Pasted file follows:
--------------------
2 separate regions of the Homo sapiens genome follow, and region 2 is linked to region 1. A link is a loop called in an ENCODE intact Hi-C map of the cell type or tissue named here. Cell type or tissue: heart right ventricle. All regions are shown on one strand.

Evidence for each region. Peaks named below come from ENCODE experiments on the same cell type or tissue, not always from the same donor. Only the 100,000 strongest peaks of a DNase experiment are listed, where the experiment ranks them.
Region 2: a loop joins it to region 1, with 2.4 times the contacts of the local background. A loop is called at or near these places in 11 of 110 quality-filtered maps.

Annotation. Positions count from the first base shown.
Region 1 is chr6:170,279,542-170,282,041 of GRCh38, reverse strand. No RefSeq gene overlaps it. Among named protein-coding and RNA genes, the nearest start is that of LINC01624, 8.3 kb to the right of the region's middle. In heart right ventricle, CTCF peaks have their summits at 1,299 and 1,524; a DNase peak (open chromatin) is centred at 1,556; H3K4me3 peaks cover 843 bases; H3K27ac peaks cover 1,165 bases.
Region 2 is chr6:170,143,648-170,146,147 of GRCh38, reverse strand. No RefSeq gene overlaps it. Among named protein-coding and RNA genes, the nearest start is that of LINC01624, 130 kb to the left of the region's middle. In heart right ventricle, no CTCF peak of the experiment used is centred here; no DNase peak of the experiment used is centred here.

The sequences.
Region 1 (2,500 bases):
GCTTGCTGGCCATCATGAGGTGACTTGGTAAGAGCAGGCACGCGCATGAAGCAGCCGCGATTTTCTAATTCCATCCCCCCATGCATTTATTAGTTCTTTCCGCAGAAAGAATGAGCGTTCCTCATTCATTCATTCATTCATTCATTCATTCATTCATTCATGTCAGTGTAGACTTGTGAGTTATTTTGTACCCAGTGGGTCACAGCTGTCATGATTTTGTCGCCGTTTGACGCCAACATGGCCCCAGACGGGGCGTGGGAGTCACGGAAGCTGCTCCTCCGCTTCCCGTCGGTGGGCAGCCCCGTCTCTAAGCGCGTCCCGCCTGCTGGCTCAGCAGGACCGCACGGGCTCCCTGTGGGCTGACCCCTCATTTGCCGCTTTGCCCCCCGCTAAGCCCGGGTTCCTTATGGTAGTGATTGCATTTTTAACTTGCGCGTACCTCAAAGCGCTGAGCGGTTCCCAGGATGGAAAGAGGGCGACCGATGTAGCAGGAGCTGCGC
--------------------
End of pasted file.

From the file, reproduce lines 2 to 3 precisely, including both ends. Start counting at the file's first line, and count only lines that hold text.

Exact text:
Evidence for each region. Peaks named below come from ENCODE experiments on the same cell type or tissue, not always from the same donor. Only the 100,000 strongest peaks of a DNase experiment are listed, where the experiment ranks them.
Region 2: a loop joins it to region 1, with 2.4 times the contacts of the local background. A loop is called at or near these places in 11 of 110 quality-filtered maps.